France is taking the threat of global warming and the climate disruptions it will cause seriously, and is investing time and money into researching innovative ways to mitigate the effects of climate change to our planet – notably its effects on agriculture and forestry.
The French Alliance for Environmental Research has released a report, titled “60 Research Success Stories for a Sustainable Planet” that outlines the way France is taking the lead on developing ways to reach climate solutions. Many of the “success stories” outlined in the report have to do with the field of agriculture and forestry.
Here are some highlights of the ways France is trying to tackle potential climate disruptions head on in agriculture in France and around the world.
PREDICTING FOOD CRISES
One of the biggest potential negative impacts that climate change could have is on food security. When the planet warms, the climate becomes increasingly unpredictable, leading to potentially disastrous disruptions in crop harvests and food supplies.
French researchers have devoted themselves to fighting this through the power of prediction. Using a computer model to simulate and monitor crops, the program is able to estimate the impact of particular climate scenarios and predict crop yields. The latest version of the model has been applied to several West African countries and could serve as a key early warning system to avert catastrophes in food shortage. It is also currently in use in parts of Brazil.
The program, called SARRA-H, has been in development for over 30 years and became available in three languages in 2014 – English, French and Portuguese. The program uses key data points to analyze crop yields. Things like soil water balance, potential and actual evaporation and transpiration, and biomass yields are plugged into the model to help predict what the harvest is likely to look like for key crops.
The program could prove to be a major tool in the future as global warming disrupts weather patterns, allowing officials to predict disaster before it happens and plan accordingly.
ADAPTING WINES AND VINE
Climate change is also affecting the wine industry. The impact of climate change on wine production is not something new. In just 30 years, grapes are harvested two to three weeks earlier depending on the region. And this trend is continuing. Agronomists estimate that Riesling and Gewurtzaminer varieties will ripen a full 18 days earlier by the middle of the century.
To tackle the threat of climate change to the wine industry, researchers are looking into ways to protect grape vines from the effects of a warmer world.
One of the solutions proposed by researchers in the LACCAVE project, which is devoted to studying long-term impacts of climate change on the wine industry, is to literally relocate the vines. Scientists are exploring possibilities for relocating the vines in regions with lower temperatures or at higher altitudes. According to Herve Quénol and Benjamin Bois, who are part of the LACCAVE project, and specialists in small-scale climate studies, “there is as much climate variability within a single wine-making region, even a small one, as between two different wine-making regions.” Relocating the vines within the same region would thus allow for the wine to retain its connection to its historical terroir.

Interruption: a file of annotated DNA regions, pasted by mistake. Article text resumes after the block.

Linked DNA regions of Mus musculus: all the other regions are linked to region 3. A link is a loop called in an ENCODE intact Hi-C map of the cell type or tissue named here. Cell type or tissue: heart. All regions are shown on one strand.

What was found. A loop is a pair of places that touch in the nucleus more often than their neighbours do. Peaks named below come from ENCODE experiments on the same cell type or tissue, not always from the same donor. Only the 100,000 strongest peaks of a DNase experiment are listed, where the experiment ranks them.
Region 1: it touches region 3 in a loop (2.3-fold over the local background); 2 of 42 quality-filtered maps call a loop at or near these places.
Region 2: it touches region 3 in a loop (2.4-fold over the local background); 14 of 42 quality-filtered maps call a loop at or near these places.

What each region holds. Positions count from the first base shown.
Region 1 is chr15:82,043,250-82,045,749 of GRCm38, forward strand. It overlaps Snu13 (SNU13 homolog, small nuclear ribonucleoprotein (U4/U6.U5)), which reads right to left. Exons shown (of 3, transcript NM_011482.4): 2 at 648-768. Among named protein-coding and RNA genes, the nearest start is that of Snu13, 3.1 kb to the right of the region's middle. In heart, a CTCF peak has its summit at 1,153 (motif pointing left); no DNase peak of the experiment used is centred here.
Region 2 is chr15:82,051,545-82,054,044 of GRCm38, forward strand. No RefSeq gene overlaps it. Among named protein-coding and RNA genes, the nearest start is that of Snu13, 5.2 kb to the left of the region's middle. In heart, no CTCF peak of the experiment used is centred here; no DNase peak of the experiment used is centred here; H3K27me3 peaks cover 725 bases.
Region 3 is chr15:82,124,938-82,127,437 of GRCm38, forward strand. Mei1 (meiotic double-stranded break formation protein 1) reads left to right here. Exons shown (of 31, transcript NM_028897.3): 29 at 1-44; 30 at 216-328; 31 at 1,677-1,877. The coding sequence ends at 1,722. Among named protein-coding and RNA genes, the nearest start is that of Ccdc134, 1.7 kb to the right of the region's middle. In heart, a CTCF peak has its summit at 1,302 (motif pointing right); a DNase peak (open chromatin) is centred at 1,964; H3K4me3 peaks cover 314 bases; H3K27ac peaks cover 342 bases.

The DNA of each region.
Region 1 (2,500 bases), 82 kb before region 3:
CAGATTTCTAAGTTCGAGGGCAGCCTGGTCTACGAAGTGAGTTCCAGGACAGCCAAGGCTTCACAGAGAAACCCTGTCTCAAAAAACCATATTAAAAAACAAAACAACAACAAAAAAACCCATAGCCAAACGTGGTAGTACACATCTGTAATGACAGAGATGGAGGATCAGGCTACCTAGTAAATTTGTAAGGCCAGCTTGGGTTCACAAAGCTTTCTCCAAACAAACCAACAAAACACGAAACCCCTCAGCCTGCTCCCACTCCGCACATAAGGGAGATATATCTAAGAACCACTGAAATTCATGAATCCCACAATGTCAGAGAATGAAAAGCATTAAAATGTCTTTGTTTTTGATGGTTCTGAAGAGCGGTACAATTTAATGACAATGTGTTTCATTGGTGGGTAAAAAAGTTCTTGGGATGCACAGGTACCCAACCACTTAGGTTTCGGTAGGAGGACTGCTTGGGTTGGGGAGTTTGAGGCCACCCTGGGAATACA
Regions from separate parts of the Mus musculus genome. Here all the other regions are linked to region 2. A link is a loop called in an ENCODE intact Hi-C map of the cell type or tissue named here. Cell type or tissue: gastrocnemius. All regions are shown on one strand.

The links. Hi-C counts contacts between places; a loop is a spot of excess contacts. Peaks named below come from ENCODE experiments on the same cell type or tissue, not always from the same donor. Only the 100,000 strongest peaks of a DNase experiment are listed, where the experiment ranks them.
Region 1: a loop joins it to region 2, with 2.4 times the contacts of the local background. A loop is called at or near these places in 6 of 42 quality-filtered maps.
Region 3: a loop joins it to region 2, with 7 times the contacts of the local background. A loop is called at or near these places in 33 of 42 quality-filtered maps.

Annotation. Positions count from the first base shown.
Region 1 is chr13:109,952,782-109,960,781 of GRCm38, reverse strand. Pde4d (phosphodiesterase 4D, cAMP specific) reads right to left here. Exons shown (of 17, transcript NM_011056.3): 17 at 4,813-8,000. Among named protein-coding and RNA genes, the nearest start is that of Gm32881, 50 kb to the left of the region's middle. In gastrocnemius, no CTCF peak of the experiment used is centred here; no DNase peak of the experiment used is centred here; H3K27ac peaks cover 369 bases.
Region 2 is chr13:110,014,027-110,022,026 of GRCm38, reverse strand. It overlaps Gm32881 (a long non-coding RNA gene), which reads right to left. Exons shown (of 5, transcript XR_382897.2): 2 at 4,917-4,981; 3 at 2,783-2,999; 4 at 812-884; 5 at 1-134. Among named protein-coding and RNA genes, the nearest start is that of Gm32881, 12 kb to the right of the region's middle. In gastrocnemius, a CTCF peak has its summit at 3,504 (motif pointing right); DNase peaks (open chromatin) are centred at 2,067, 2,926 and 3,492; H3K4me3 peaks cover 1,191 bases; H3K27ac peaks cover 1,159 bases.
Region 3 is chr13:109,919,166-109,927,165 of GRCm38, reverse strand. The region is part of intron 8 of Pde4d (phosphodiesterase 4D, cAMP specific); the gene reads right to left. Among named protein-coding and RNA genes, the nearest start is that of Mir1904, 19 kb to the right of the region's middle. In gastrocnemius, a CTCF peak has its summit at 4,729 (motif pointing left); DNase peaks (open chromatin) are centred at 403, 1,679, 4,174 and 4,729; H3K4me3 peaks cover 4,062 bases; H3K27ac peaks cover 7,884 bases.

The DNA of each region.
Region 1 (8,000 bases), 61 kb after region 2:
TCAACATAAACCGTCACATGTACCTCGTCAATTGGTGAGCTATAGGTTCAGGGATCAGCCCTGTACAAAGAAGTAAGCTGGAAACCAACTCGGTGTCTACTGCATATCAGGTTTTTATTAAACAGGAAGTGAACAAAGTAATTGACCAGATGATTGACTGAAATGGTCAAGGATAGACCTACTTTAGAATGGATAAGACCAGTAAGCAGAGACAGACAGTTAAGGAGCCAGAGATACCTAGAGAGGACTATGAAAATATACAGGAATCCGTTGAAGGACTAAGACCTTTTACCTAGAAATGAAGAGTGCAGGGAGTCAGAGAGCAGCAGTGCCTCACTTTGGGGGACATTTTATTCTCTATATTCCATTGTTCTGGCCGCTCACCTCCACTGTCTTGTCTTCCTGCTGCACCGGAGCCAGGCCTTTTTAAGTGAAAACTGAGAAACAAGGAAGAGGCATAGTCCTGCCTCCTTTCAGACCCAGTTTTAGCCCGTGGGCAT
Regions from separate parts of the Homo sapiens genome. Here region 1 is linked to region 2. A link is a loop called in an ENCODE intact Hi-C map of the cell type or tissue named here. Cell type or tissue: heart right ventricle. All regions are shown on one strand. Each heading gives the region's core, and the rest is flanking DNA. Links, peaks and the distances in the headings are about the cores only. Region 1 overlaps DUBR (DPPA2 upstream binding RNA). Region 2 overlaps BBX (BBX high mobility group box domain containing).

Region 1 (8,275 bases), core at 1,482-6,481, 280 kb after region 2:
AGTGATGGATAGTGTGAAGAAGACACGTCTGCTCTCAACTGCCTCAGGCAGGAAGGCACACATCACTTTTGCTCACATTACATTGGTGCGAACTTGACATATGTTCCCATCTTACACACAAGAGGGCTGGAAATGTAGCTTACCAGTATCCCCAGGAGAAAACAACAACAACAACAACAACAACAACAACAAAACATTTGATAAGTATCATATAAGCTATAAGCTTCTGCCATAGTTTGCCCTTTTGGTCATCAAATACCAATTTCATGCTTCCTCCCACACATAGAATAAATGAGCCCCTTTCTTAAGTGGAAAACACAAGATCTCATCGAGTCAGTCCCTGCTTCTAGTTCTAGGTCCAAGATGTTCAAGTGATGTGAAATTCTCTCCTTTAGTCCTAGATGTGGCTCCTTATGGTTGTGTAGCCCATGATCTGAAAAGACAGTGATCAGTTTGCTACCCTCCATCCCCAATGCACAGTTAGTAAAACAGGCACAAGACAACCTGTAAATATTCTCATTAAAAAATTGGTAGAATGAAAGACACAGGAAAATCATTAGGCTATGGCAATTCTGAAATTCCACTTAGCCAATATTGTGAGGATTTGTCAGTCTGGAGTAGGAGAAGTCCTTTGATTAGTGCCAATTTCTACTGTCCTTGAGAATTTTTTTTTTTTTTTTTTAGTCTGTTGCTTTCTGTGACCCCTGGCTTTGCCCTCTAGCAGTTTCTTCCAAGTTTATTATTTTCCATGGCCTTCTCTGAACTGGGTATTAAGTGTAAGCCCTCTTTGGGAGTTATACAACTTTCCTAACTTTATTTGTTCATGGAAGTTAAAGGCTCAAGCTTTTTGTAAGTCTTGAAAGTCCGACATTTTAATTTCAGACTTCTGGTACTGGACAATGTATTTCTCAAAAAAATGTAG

Other solutions to this problem include testing new varieties that ripen later and that are more resistant to drought and extreme weather patterns.
Around the world, a total of 13 million hectares of forest have been lost each year of the past 10 years. It is vital to strengthen and better manage the world’s forests to tackle climate change, and France has taken the lead in developing ways to accomplish that.
One example comes from France’s South American territory of French Guiana, which is about 90% covered by Amazonian rain forest and is home to over 1,500 tree species. Although deforestation is only a minor issue in French Guiana, this exceptional natural heritage is threatened by climate change.
French researchers launched the CLIMFOR project to better understand current threats, with the aim of exploring the consequences of climate change in four ‘ecosystem services’ in the region: plant diversity, functional diversity, carbon sequestration and wood resources. Thanks to new modeling techniques, CLIMFOR used meteorological data, forest inventories and functional traits to make projections based on various climate scenarios.
The research has shown that there is the potential for a significant ‘water stress’ effect, with negative consequences for the growth of various species. Researches also explained that “trees tend to renew their leaves at the end of the dry season by drawing on their reserves for optimal photosynthetic efficiency at the start of the rainy season.” This seasonal forest pattern may be threatened by a more intense dry season.
Scientists have also successfully created maps that locate ‘irreplaceable’ areas to be targeted for priority protection. The results suggest that carbon stores in the forests of French Guiana are sufficient for biodiversity to be a major goal across the protected areas.
All of these results have greatly improved forest management and will allow officials to better plan for future climate disruptions.